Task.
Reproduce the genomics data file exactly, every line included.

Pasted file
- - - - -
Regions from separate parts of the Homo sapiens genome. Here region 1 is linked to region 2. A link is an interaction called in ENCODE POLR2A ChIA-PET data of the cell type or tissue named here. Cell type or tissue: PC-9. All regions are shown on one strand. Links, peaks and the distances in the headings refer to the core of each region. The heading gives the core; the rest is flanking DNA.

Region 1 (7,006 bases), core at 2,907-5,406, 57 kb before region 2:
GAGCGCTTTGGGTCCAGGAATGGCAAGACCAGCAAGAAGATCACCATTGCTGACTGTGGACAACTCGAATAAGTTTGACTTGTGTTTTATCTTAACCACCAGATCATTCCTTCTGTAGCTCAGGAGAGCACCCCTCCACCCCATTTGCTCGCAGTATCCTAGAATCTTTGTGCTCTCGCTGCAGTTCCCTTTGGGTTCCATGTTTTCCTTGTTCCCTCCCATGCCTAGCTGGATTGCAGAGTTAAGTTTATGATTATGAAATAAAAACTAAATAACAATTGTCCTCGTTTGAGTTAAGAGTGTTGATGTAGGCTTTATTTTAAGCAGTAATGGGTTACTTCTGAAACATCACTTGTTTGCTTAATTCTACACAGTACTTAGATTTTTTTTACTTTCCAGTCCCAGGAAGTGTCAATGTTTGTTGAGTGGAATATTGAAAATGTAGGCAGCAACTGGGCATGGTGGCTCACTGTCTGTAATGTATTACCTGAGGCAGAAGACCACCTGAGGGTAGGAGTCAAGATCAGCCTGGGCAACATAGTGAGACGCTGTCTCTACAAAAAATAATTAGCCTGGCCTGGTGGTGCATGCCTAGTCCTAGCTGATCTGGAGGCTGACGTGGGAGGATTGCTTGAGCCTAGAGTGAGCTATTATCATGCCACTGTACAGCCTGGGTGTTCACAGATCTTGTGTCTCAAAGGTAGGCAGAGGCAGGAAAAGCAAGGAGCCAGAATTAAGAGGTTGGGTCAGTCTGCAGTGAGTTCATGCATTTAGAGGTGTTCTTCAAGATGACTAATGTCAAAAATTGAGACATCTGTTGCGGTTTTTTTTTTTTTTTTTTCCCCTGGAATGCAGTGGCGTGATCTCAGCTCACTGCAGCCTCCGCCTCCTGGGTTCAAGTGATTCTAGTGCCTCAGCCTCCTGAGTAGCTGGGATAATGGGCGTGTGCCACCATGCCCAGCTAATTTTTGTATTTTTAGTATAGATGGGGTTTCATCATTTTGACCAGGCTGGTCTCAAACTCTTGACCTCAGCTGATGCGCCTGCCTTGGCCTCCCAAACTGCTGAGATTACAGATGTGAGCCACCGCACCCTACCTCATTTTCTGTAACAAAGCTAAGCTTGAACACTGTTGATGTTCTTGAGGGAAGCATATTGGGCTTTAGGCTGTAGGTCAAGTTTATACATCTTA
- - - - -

Regions from separate parts of the Homo sapiens genome. Here region 1 is linked to region 2. A link is an interaction called in ENCODE POLR2A ChIA-PET data of the cell type or tissue named here. Cell type or tissue: PC-9. All regions are shown on one strand. Links, peaks and the distances in the headings refer to the core of each region. The heading gives the core; the rest is flanking DNA.

Region 1 (7,006 bases), core at 2,907-5,406, 57 kb before region 2:
GAGCGCTTTGGGTCCAGGAATGGCAAGACCAGCAAGAAGATCACCATTGCTGACTGTGGACAACTCGAATAAGTTTGACTTGTGTTTTATCTTAACCACCAGATCATTCCTTCTGTAGCTCAGGAGAGCACCCCTCCACCCCATTTGCTCGCAGTATCCTAGAATCTTTGTGCTCTCGCTGCAGTTCCCTTTGGGTTCCATGTTTTCCTTGTTCCCTCCCATGCCTAGCTGGATTGCAGAGTTAAGTTTATGATTATGAAATAAAAACTAAATAACAATTGTCCTCGTTTGAGTTAAGAGTGTTGATGTAGGCTTTATTTTAAGCAGTAATGGGTTACTTCTGAAACATCACTTGTTTGCTTAATTCTACACAGTACTTAGATTTTTTTTACTTTCCAGTCCCAGGAAGTGTCAATGTTTGTTGAGTGGAATATTGAAAATGTAGGCAGCAACTGGGCATGGTGGCTCACTGTCTGTAATGTATTACCTGAGGCAGAAGACCACCTGAGGGTAGGAGTCAAGATCAGCCTGGGCAACATAGTGAGACGCTGTCTCTACAAAAAATAATTAGCCTGGCCTGGTGGTGCATGCCTAGTCCTAGCTGATCTGGAGGCTGACGTGGGAGGATTGCTTGAGCCTAGAGTGAGCTATTATCATGCCACTGTACAGCCTGGGTGTTCACAGATCTTGTGTCTCAAAGGTAGGCAGAGGCAGGAAAAGCAAGGAGCCAGAATTAAGAGGTTGGGTCAGTCTGCAGTGAGTTCATGCATTTAGAGGTGTTCTTCAAGATGACTAATGTCAAAAATTGAGACATCTGTTGCGGTTTTTTTTTTTTTTTTTTCCCCTGGAATGCAGTGGCGTGATCTCAGCTCACTGCAGCCTCCGCCTCCTGGGTTCAAGTGATTCTAGTGCCTCAGCCTCCTGAGTAGCTGGGATAATGGGCGTGTGCCACCATGCCCAGCTAATTTTTGTATTTTTAGTATAGATGGGGTTTCATCATTTTGACCAGGCTGGTCTCAAACTCTTGACCTCAGCTGATGCGCCTGCCTTGGCCTCCCAAACTGCTGAGATTACAGATGTGAGCCACCGCACCCTACCTCATTTTCTGTAACAAAGCTAAGCTTGAACACTGTTGATGTTCTTGAGGGAAGCATATTGGGCTTTAGGCTGTAGGTCAAGTTTATACATCTTA